The 5-foot-9 Dever was a third-team all-district choice in Division I last season.

Fralick said she has looked at film of last year’s team, but she also was quick to say her decisions on personnel won’t be based on that film.

“I’ve been intentional about the fact that I want to come in with fresh eyes,” she said. “I want to focus on what is right in front of me.

“They are fresh to me, and I am fresh to them, so we are evaluating on what we see right in front of us.”

Fralick announced two assistant coaching hires Thursday in Kim Cameron and Karmen Graham.

Cameron spent the past eight seasons as the head coach at Michigan Tech, a Great Lakes Intercollegiate Athletic Conference rival of Ashland University, Fralick’s former school. Cameron compiled a 181-53 record there, including a 23-6 mark last season, and she led the Huskies to the NCAA Division II title game in 2010-11 as well as three other NCAA tournament appearances.

Graham spent last season as an assistant coach at Belmont University, which advanced to the NCAA tournament and finished 31-4. Before that Graham was an assistant coach at Northern Kentucky, her alma mater, for five seasons and was a graduate assistant at Ashland in 2008-09, Fralick’s first season as an assistant there.

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Fralick retained Monique Rosati, the Falcons’ director of basketball operations the past 11 years, and video coordinator Amanda Cutcher.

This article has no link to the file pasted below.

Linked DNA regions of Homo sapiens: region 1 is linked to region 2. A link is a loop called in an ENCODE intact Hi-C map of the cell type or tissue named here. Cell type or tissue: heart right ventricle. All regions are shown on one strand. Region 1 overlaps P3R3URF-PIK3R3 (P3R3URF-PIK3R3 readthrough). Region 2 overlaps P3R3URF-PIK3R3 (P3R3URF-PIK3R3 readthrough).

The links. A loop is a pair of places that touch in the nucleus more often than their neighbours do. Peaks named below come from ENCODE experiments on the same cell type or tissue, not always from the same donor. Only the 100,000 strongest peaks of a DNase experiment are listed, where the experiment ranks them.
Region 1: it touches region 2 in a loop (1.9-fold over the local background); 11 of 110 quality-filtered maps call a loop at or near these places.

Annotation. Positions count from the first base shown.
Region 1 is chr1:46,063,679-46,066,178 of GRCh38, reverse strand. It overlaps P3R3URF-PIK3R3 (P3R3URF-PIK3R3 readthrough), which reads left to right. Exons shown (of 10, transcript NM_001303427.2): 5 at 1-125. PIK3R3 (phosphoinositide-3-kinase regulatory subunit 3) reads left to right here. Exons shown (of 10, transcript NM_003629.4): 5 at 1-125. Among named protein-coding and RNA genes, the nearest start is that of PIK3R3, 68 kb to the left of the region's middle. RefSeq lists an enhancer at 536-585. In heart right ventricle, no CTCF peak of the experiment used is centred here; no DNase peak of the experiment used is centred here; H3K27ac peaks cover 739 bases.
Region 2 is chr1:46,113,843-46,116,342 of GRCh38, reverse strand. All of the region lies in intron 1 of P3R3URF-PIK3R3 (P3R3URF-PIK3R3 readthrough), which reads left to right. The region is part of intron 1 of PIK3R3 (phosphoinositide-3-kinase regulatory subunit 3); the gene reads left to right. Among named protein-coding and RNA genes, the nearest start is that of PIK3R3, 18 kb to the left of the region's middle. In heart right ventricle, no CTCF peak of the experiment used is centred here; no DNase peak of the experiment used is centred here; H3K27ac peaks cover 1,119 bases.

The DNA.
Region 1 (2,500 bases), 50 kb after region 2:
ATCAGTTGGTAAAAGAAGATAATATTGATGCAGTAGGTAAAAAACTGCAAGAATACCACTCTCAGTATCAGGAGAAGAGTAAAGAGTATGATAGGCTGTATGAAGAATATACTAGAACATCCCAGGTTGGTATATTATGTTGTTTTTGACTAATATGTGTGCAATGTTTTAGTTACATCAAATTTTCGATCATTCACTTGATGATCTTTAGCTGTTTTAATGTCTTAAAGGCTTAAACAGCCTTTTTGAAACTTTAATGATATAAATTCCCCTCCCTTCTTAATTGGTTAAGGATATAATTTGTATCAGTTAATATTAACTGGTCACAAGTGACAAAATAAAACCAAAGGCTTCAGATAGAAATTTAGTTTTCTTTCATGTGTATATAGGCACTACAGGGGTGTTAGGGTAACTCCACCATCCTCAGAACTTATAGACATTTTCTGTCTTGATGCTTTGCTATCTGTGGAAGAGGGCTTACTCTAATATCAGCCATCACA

“Having them has really been helpful in this transition,” Fralick said. “Monique knows everything and has pointed me in the right direction for a lot of things.”

When asked what style of play the Falcons would employ this coming season, Fralick responded with a cryptic, “We’ll see.”

“I have a preference on how I’d like to play, but I also have to do what’s best for the team,” she said. “For example, at Ashland we won the national championship in 2013 by playing half-court offense. In 2017 when we won the national championship, we pressed full-court for 40 minutes.”

Fralick added that while those teams played different styles, they employed similar concepts and enjoyed similar success.

“Offensively, we run high-low ball screens and high-low motion,” Fralick said. “The way we played was based on spacing and the types of passes and plays. Defensively, the idea was always to build a unit, whether it was a full-court pressure unit or a half-court unit. And the way you build a unit is similar. …

“And our culture and foundational values were always the same. If those are the same, and if people will live them out, the basketball stuff will come easily.”

How close is the culture to being where Fralick wants it to be? She said that remains a process.

“Genuine championship culture is a process, and they’ve only known me for a few weeks,” she said. “It takes time.

“It’s something we’re talking about and working on every day.”

Contact John Wagner at: jwagner@theblade.com419-724-6481, or on Twitter @jwagnerblade.